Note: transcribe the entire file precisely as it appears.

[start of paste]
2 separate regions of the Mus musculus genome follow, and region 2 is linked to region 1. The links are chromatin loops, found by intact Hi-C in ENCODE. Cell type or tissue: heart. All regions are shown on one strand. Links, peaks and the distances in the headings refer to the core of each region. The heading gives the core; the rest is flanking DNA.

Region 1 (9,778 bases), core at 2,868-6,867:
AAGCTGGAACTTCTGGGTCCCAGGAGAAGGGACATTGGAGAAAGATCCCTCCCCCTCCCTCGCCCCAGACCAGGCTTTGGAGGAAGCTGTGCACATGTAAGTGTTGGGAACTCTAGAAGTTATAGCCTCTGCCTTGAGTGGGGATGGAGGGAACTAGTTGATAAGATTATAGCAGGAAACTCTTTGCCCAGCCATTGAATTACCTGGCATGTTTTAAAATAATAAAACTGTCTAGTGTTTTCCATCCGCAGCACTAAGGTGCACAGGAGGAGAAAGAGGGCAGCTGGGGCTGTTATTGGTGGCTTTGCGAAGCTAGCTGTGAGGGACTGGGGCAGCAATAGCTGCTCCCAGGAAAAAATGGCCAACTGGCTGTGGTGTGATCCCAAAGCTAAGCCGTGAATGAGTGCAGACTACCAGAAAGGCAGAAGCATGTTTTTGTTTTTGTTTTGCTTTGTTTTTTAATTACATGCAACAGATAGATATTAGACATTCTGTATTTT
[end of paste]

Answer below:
2 separate regions of the Mus musculus genome follow, and region 2 is linked to region 1. The links are chromatin loops, found by intact Hi-C in ENCODE. Cell type or tissue: heart. All regions are shown on one strand. Links, peaks and the distances in the headings refer to the core of each region. The heading gives the core; the rest is flanking DNA.

Region 1 (9,778 bases), core at 2,868-6,867:
AAGCTGGAACTTCTGGGTCCCAGGAGAAGGGACATTGGAGAAAGATCCCTCCCCCTCCCTCGCCCCAGACCAGGCTTTGGAGGAAGCTGTGCACATGTAAGTGTTGGGAACTCTAGAAGTTATAGCCTCTGCCTTGAGTGGGGATGGAGGGAACTAGTTGATAAGATTATAGCAGGAAACTCTTTGCCCAGCCATTGAATTACCTGGCATGTTTTAAAATAATAAAACTGTCTAGTGTTTTCCATCCGCAGCACTAAGGTGCACAGGAGGAGAAAGAGGGCAGCTGGGGCTGTTATTGGTGGCTTTGCGAAGCTAGCTGTGAGGGACTGGGGCAGCAATAGCTGCTCCCAGGAAAAAATGGCCAACTGGCTGTGGTGTGATCCCAAAGCTAAGCCGTGAATGAGTGCAGACTACCAGAAAGGCAGAAGCATGTTTTTGTTTTTGTTTTGCTTTGTTTTTTAATTACATGCAACAGATAGATATTAGACATTCTGTATTTT